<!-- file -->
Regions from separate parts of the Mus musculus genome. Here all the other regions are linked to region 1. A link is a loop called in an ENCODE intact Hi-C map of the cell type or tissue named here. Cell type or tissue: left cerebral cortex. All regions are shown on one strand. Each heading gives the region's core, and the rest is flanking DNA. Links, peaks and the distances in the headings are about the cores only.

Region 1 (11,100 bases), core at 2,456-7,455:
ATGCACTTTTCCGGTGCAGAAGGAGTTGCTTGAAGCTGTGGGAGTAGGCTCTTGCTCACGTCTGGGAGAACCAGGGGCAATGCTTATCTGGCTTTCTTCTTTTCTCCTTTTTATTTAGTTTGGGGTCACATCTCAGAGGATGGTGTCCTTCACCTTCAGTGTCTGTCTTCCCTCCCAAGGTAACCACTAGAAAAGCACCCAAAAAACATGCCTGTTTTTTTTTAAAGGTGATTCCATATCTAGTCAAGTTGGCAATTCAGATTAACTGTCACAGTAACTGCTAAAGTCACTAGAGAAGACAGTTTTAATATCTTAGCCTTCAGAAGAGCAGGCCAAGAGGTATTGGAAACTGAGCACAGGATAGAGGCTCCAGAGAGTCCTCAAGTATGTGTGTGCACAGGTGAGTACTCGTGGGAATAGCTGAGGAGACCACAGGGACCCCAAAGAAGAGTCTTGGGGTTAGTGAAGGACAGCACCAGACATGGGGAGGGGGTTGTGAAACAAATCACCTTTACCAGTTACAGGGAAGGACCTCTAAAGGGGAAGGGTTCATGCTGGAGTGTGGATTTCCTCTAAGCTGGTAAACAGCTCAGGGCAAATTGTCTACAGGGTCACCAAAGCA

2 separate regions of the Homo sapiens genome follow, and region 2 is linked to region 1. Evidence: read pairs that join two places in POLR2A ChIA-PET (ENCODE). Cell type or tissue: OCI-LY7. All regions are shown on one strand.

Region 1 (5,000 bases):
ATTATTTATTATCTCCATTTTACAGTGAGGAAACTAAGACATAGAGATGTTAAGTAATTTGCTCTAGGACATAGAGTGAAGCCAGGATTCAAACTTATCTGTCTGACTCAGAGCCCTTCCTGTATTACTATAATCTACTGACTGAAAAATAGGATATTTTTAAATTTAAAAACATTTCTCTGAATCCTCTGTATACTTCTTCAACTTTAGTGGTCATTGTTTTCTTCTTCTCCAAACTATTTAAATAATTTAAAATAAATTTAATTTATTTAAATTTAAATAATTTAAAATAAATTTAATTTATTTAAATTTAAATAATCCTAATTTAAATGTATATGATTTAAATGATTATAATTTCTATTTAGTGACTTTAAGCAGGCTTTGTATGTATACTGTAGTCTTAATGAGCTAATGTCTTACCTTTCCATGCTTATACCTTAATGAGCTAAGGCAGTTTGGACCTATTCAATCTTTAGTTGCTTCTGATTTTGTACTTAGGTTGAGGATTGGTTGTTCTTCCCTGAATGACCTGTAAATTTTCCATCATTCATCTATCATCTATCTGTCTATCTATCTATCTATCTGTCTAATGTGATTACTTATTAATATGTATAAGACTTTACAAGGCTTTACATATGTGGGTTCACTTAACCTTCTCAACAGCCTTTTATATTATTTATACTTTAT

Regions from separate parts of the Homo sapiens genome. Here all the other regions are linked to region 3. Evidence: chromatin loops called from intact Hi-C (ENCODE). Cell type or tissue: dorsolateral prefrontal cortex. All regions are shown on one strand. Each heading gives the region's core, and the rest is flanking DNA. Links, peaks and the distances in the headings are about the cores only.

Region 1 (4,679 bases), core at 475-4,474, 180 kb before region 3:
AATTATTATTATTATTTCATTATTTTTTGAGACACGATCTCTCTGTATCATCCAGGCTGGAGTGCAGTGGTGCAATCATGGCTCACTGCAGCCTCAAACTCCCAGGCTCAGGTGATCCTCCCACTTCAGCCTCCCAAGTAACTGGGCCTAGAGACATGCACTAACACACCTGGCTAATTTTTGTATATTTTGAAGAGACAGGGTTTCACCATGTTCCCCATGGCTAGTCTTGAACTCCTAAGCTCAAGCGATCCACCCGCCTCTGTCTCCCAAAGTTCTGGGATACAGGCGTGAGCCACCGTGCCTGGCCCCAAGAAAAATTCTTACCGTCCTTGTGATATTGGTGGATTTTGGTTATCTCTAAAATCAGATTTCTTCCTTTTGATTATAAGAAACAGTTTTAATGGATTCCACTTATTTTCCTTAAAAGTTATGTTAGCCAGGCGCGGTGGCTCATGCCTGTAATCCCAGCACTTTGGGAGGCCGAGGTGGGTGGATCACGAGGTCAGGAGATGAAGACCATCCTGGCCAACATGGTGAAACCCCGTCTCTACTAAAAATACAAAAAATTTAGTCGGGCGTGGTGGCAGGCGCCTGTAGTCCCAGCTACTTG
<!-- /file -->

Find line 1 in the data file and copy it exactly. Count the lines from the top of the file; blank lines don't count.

Regions from separate parts of the Mus musculus genome. Here all the other regions are linked to region 1. A link is a loop called in an ENCODE intact Hi-C map of the cell type or tissue named here. Cell type or tissue: left cerebral cortex. All regions are shown on one strand. Each heading gives the region's core, and the rest is flanking DNA. Links, peaks and the distances in the headings are about the cores only.